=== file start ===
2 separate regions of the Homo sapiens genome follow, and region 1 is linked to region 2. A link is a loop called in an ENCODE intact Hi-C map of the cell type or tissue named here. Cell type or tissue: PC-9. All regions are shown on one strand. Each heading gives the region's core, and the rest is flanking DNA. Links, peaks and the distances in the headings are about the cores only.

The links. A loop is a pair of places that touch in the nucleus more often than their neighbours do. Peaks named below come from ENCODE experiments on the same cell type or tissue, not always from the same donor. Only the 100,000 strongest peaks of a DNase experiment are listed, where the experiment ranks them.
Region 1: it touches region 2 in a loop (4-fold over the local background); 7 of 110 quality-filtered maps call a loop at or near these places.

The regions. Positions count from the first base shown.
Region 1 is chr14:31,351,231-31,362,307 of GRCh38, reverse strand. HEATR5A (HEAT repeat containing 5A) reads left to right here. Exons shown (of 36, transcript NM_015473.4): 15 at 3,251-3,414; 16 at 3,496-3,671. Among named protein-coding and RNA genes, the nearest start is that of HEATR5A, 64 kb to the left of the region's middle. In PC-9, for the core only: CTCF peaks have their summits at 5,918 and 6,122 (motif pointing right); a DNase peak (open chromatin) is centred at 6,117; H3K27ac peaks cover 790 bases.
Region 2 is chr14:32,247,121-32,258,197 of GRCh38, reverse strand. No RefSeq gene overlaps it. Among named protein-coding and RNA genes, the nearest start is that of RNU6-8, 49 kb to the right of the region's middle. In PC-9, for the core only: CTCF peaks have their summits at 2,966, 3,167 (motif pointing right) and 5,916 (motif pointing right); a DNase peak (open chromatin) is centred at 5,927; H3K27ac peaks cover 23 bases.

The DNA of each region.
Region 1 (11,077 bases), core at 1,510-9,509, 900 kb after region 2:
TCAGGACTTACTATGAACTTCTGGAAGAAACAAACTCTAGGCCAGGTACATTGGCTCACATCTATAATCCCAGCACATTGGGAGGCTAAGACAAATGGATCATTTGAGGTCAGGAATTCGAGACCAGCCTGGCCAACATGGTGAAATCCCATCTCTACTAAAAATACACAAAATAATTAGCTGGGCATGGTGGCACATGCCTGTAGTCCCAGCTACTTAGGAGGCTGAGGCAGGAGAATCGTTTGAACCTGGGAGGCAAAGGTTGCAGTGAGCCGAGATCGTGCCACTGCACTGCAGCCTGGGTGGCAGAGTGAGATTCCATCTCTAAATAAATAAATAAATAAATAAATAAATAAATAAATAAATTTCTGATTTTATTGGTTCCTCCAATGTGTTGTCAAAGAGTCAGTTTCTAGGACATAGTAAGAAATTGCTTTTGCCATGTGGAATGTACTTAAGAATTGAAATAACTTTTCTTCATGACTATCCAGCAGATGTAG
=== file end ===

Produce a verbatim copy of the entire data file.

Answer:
2 separate regions of the Homo sapiens genome follow, and region 1 is linked to region 2. A link is a loop called in an ENCODE intact Hi-C map of the cell type or tissue named here. Cell type or tissue: PC-9. All regions are shown on one strand. Each heading gives the region's core, and the rest is flanking DNA. Links, peaks and the distances in the headings are about the cores only.

The links. A loop is a pair of places that touch in the nucleus more often than their neighbours do. Peaks named below come from ENCODE experiments on the same cell type or tissue, not always from the same donor. Only the 100,000 strongest peaks of a DNase experiment are listed, where the experiment ranks them.
Region 1: it touches region 2 in a loop (4-fold over the local background); 7 of 110 quality-filtered maps call a loop at or near these places.

The regions. Positions count from the first base shown.
Region 1 is chr14:31,351,231-31,362,307 of GRCh38, reverse strand. HEATR5A (HEAT repeat containing 5A) reads left to right here. Exons shown (of 36, transcript NM_015473.4): 15 at 3,251-3,414; 16 at 3,496-3,671. Among named protein-coding and RNA genes, the nearest start is that of HEATR5A, 64 kb to the left of the region's middle. In PC-9, for the core only: CTCF peaks have their summits at 5,918 and 6,122 (motif pointing right); a DNase peak (open chromatin) is centred at 6,117; H3K27ac peaks cover 790 bases.
Region 2 is chr14:32,247,121-32,258,197 of GRCh38, reverse strand. No RefSeq gene overlaps it. Among named protein-coding and RNA genes, the nearest start is that of RNU6-8, 49 kb to the right of the region's middle. In PC-9, for the core only: CTCF peaks have their summits at 2,966, 3,167 (motif pointing right) and 5,916 (motif pointing right); a DNase peak (open chromatin) is centred at 5,927; H3K27ac peaks cover 23 bases.

The DNA of each region.
Region 1 (11,077 bases), core at 1,510-9,509, 900 kb after region 2:
TCAGGACTTACTATGAACTTCTGGAAGAAACAAACTCTAGGCCAGGTACATTGGCTCACATCTATAATCCCAGCACATTGGGAGGCTAAGACAAATGGATCATTTGAGGTCAGGAATTCGAGACCAGCCTGGCCAACATGGTGAAATCCCATCTCTACTAAAAATACACAAAATAATTAGCTGGGCATGGTGGCACATGCCTGTAGTCCCAGCTACTTAGGAGGCTGAGGCAGGAGAATCGTTTGAACCTGGGAGGCAAAGGTTGCAGTGAGCCGAGATCGTGCCACTGCACTGCAGCCTGGGTGGCAGAGTGAGATTCCATCTCTAAATAAATAAATAAATAAATAAATAAATAAATAAATAAATTTCTGATTTTATTGGTTCCTCCAATGTGTTGTCAAAGAGTCAGTTTCTAGGACATAGTAAGAAATTGCTTTTGCCATGTGGAATGTACTTAAGAATTGAAATAACTTTTCTTCATGACTATCCAGCAGATGTAG